Sweetie tugs at the leash, and pulls me into a tall man, in the faint light I see a mole over his right eyebrow and a scar on his cheek, we make eye contact for a second and chills run through my body, he quickly rushes past me and disappears quiet night. I continue down the back of the building until I hear whispering and whimpering . I look around and see two women on the ground at the back of the building,
“Ma’am are you okay?” I say cautiously walking toward them. They don’t respond but one is crying, and the other continues to whisper to the other.
“Are one of you hurt?!” I ask, dropping Sweetie’s leash and falling on my knees before them.
“Yes, She’s been stabbed” one of them reply. I hear police sirens in the distance growing louder by the second.
“Please stay with me,” She pleads. I’m not sure if she’s talking to me or the victim, in the faint light I see that she was “stabbed eight times in the chest and abdomen” (New). She’s putting pressure on the girls wounds, and I cover as many as I can. The police arrive and I get a good look at her face,
“Kitty!” I say, gasping and covering my mouth.
“Now is not the time to point out a cat!” The lady snaps back at me.
Kitty is loaded onto the ambulance and is rushed away, the woman retreats into the building. I can’t move, I wasn’t exactly friends with her, but we were acquaintances. What if I had kept the store open for just a bit longer? What if I came when I first heard her scream? What if this was all my fault? I’m brought back to reality with Sweetie nudging my leg. I pick up his leash and walk back to the safety of my building, asking myself all sorts of what if’s. I go to sleep that night tossing and turning.
I wake up around 9 with dark bags under my eyes. I couldn’t stop thinking about that Kitty. I change and leave my apartment. Walking down Jamaica Street, I stop at the newsstand and look through the newspapers.
Saturday, March 14, 1964
Queens Barmaid Stabbed, Dies
It’s a small blip on the 3rd page, reading through the story, anger boils in my blood, they barely cover what happened, is a murder not worth front page news? I take a few deep breaths and continue down the street and stop in front of Ev’s Eleventh Hour Bar. Patrons are inside laughing and being jovial, there is a man wiping off the bar top. They act as if nothing happened, like someone didn’t just die. Are they that ignorant? Or do they just not care? Turning back, I return home.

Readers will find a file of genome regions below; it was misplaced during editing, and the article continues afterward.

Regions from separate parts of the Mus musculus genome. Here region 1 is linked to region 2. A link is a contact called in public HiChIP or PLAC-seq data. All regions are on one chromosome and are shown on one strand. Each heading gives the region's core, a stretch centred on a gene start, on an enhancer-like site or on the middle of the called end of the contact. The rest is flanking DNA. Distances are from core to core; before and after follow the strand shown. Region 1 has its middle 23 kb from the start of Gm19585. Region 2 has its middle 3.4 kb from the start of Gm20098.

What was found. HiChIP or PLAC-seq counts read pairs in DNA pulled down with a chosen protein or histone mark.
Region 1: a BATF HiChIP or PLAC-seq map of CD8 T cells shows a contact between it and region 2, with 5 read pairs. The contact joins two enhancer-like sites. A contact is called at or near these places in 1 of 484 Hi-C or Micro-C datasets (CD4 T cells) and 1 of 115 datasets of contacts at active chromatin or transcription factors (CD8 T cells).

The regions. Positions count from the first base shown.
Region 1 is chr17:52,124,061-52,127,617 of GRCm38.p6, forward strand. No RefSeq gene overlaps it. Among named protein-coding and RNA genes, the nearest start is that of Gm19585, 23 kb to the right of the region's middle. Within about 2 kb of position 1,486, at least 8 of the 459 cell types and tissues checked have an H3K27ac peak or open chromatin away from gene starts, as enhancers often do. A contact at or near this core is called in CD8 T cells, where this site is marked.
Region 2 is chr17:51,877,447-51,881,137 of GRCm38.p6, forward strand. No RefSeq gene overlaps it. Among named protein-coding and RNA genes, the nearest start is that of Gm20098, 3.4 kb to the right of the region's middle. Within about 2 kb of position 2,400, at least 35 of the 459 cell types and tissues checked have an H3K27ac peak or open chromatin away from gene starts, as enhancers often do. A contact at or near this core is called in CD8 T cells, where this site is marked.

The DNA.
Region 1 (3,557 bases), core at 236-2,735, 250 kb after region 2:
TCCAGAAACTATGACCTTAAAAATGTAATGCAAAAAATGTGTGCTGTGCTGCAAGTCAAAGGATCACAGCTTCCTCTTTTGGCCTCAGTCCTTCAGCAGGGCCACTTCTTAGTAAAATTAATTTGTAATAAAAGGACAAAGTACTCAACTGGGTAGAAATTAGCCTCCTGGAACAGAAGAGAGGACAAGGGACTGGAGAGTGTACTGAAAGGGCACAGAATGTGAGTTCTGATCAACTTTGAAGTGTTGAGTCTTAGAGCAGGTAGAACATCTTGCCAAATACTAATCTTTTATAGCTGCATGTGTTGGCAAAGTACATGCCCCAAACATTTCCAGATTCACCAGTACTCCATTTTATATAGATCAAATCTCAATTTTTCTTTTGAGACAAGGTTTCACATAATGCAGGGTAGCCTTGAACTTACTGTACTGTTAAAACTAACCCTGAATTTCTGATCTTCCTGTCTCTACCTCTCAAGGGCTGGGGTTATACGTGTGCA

The next day I returned to work. It is just me. I’m staring at the orchid that is still put aside for Kitty, the bell rings announcing a customer, I look up and a chill goes through my body, I don’t know why though. It’s a tall man, he wandered around the store and came to the cashier, holding a rose bouquet.
“Is this all?” I ask.
“Yes Ma’am,” he says, I laugh.
“No ones ever called me ma’am before!” I say, I look up and make eye contact with him. Something seems familiar about him, he hands me the money and as I’m putting it in the register it dawns upon me, I know where I’ve seen this man,
“Is something wrong?” He asks, interrupting my train of thought.
I shake my head, “No! Sorry, just thinking!” I laugh, handing him his change. He grabs the change and leaves. The bell rings announcing the leave of the man with a mole on over his right eyebrow and a scar on his cheek.

Cook, Kevin. Kitty Genovese: the Murder, the Bystanders, the Crime That Changed America. W. W. Norton & Company, 2015.
Staff, Wired. “March 13, 1964: No One Helps as Kitty Is Slain.” Wired, Conde Nast, 4 June 2017
Worthen, Meredith. “Kitty Genovese.” Biography.com, A&E Networks Television, 5 Apr. 2016,

Works Cited
Merry, Stephanie. “Her Shocking Murder Became the Stuff of Legend. But Everyone Got the Story Wrong.” The Washington Post, WP Company, 29 June 2016. web. 7 Feb. 2018
New York Daily Times “Kitty Genovese Is Stabbed to Death in Kew Gardens in 1964.” NY Daily News, NEW YORK DAILY NEWS, 12 Mar. 2015, web. 7 Feb. 2018
Pelonaro, Catherine. Kitty Genovese. Skyhorse Publishing. March 14 2014